MANILA - Pope Francis is making his second trip to Asia next week as head of the 1.2 billion-strong Catholic Church, touching base with followers in "one of the great frontiers" of the Catholic faith.
The pontiff will visit the Philippines, which is already in a frenzy not seen since the equally charismatic John Paul II visited in 1995.
The Pope will first make a three-day stop in Sri Lanka, where Catholics make up just 6 per cent of the nation's population of 21 million.
But a spike in violent incidents ahead of tomorrow's presidential election in the South Asian nation is casting a long shadow over the papal visit from Jan 13-15.
Sri Lankan President Mahinda Rajapaksa, roiled by an internal party revolt, is fighting to win a third term. Some prominent Catholic priests had asked the Vatican to put off the visit, saying Mr Rajapaksa may use it to rally support for his government.
From Sri Lanka, the Pope will fly to the Philippines, where the mood is much more festive.
The nation of 80 million Catholics will be on a five-day holiday.
Government and private offices will be shut, and classes suspended until he leaves on Jan 19.
Airlines have already cancelled some domestic and international flights on the days that the pontiff and his entourage will use Manila's airports.
Nearly one-fifth of the Philippines' 150,000-strong police force, backed by about 7,000 soldiers, will be deployed to control the expected crowds of millions jostling for a glimpse of a figure who may be the most popular human being on the planet.
The papal visit - the fourth to be hosted by the Philippines after those of Paul VI in 1970 and John Paul II in 1981 and 1995 - is seen as reinvigorating the Catholic faith in the country.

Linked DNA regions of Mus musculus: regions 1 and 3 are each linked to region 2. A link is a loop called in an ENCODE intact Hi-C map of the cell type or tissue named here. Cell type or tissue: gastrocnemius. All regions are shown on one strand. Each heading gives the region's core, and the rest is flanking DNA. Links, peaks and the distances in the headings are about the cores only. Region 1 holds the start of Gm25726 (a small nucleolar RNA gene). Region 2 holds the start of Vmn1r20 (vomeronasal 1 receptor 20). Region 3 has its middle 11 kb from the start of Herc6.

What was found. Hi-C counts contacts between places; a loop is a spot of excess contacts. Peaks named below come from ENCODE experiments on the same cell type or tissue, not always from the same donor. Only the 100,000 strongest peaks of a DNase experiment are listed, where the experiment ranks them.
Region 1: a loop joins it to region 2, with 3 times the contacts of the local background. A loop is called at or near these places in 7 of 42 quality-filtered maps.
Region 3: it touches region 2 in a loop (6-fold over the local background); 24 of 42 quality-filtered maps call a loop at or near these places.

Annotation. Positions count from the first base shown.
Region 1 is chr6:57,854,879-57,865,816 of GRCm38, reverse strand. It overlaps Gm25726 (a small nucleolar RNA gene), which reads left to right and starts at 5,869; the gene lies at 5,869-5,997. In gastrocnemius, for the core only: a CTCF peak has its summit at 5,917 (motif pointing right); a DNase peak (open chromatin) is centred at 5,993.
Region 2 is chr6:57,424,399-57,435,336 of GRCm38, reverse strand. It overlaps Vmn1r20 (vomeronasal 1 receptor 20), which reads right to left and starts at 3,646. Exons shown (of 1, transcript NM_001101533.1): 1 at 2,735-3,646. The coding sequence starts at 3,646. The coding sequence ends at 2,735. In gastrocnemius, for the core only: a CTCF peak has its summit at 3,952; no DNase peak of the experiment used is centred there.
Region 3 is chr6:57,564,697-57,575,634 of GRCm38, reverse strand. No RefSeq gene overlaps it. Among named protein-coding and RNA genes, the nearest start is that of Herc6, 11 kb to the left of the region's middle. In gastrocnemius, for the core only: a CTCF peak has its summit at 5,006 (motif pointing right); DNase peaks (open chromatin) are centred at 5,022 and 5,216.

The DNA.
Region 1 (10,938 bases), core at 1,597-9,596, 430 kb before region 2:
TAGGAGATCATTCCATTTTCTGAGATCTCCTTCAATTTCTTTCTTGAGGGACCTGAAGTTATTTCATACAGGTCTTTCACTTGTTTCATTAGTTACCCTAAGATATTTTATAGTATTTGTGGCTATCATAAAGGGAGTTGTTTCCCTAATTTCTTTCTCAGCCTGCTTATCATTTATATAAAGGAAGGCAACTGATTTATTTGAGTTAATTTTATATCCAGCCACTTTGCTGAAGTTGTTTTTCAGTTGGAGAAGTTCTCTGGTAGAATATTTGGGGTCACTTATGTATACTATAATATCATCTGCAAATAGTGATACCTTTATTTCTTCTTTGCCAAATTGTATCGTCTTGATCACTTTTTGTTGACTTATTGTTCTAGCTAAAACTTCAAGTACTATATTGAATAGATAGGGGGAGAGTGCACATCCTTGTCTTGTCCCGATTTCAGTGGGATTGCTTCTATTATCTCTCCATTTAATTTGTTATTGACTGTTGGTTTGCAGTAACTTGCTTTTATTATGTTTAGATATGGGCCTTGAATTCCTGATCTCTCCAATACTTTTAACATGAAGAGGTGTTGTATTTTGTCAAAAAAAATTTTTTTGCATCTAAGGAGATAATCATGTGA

Four in five Filipinos are Catholics, but the country's Catholic population not only has not grown, but has even shrunk slightly in recent years.
A government report has said that just 20 per cent attend Mass regularly.
Overall, Pope Francis' forays into Asia - his second, after he visited South Korea last year - "reflect the Church's renewed attention to this predominant portion of humanity of today and of tomorrow", said the Vatican's spokesman, Father Federico Lombardi.
He said the world's biggest continent is "a boundless terrain of evangelisation, of proclamation of the Gospel in very varied cultural, social and political situations, often very difficult".
"Therefore, it is one of the great frontiers of the Church of our time," said Father Lombardi.
While the Philippines has the world's third-largest Catholic population, only 3 per cent of Asia's 4.4 billion population are Catholics.
"So, there is room for enlarging the numbers of Christians," Father Ciro Benedettini, the Vatican's deputy spokesman, told online news agency Rappler.
This article was first published on January 7, 2015.
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